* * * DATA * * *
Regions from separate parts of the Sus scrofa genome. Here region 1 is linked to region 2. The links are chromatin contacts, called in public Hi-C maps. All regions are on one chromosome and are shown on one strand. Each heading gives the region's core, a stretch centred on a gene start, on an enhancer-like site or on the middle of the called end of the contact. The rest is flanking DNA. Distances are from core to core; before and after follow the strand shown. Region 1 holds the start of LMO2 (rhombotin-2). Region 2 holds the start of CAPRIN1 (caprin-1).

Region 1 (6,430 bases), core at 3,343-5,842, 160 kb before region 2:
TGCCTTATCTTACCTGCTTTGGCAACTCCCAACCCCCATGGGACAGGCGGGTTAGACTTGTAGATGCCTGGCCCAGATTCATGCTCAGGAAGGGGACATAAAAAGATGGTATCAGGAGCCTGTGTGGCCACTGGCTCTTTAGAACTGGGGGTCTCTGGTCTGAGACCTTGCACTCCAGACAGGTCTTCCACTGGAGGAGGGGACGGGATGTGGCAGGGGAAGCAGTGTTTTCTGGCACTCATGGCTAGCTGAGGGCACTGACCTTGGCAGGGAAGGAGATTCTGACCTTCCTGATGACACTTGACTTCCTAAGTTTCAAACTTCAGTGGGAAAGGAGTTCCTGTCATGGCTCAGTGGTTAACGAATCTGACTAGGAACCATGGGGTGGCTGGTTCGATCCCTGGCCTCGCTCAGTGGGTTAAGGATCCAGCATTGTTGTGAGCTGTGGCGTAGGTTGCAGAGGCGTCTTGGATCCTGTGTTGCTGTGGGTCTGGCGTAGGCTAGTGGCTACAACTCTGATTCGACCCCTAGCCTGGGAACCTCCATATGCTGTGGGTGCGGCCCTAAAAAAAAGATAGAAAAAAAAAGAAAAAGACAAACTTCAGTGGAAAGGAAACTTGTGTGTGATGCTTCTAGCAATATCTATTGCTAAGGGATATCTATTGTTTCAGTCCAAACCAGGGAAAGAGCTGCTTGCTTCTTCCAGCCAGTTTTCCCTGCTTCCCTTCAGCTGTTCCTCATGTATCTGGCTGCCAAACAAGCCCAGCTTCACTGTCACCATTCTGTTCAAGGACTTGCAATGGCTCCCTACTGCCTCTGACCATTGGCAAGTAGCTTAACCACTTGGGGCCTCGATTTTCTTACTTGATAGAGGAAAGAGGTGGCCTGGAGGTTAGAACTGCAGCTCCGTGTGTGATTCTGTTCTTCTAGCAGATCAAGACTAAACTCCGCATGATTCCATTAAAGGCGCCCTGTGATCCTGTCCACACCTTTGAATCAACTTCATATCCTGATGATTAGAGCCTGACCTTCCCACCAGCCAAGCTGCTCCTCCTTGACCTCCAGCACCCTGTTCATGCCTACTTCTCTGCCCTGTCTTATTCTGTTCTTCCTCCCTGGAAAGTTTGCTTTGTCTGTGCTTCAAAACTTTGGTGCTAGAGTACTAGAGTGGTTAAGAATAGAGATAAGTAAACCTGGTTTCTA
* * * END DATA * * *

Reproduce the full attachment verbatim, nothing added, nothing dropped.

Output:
Regions from separate parts of the Sus scrofa genome. Here region 1 is linked to region 2. The links are chromatin contacts, called in public Hi-C maps. All regions are on one chromosome and are shown on one strand. Each heading gives the region's core, a stretch centred on a gene start, on an enhancer-like site or on the middle of the called end of the contact. The rest is flanking DNA. Distances are from core to core; before and after follow the strand shown. Region 1 holds the start of LMO2 (rhombotin-2). Region 2 holds the start of CAPRIN1 (caprin-1).

Region 1 (6,430 bases), core at 3,343-5,842, 160 kb before region 2:
TGCCTTATCTTACCTGCTTTGGCAACTCCCAACCCCCATGGGACAGGCGGGTTAGACTTGTAGATGCCTGGCCCAGATTCATGCTCAGGAAGGGGACATAAAAAGATGGTATCAGGAGCCTGTGTGGCCACTGGCTCTTTAGAACTGGGGGTCTCTGGTCTGAGACCTTGCACTCCAGACAGGTCTTCCACTGGAGGAGGGGACGGGATGTGGCAGGGGAAGCAGTGTTTTCTGGCACTCATGGCTAGCTGAGGGCACTGACCTTGGCAGGGAAGGAGATTCTGACCTTCCTGATGACACTTGACTTCCTAAGTTTCAAACTTCAGTGGGAAAGGAGTTCCTGTCATGGCTCAGTGGTTAACGAATCTGACTAGGAACCATGGGGTGGCTGGTTCGATCCCTGGCCTCGCTCAGTGGGTTAAGGATCCAGCATTGTTGTGAGCTGTGGCGTAGGTTGCAGAGGCGTCTTGGATCCTGTGTTGCTGTGGGTCTGGCGTAGGCTAGTGGCTACAACTCTGATTCGACCCCTAGCCTGGGAACCTCCATATGCTGTGGGTGCGGCCCTAAAAAAAAGATAGAAAAAAAAAGAAAAAGACAAACTTCAGTGGAAAGGAAACTTGTGTGTGATGCTTCTAGCAATATCTATTGCTAAGGGATATCTATTGTTTCAGTCCAAACCAGGGAAAGAGCTGCTTGCTTCTTCCAGCCAGTTTTCCCTGCTTCCCTTCAGCTGTTCCTCATGTATCTGGCTGCCAAACAAGCCCAGCTTCACTGTCACCATTCTGTTCAAGGACTTGCAATGGCTCCCTACTGCCTCTGACCATTGGCAAGTAGCTTAACCACTTGGGGCCTCGATTTTCTTACTTGATAGAGGAAAGAGGTGGCCTGGAGGTTAGAACTGCAGCTCCGTGTGTGATTCTGTTCTTCTAGCAGATCAAGACTAAACTCCGCATGATTCCATTAAAGGCGCCCTGTGATCCTGTCCACACCTTTGAATCAACTTCATATCCTGATGATTAGAGCCTGACCTTCCCACCAGCCAAGCTGCTCCTCCTTGACCTCCAGCACCCTGTTCATGCCTACTTCTCTGCCCTGTCTTATTCTGTTCTTCCTCCCTGGAAAGTTTGCTTTGTCTGTGCTTCAAAACTTTGGTGCTAGAGTACTAGAGTGGTTAAGAATAGAGATAAGTAAACCTGGTTTCTA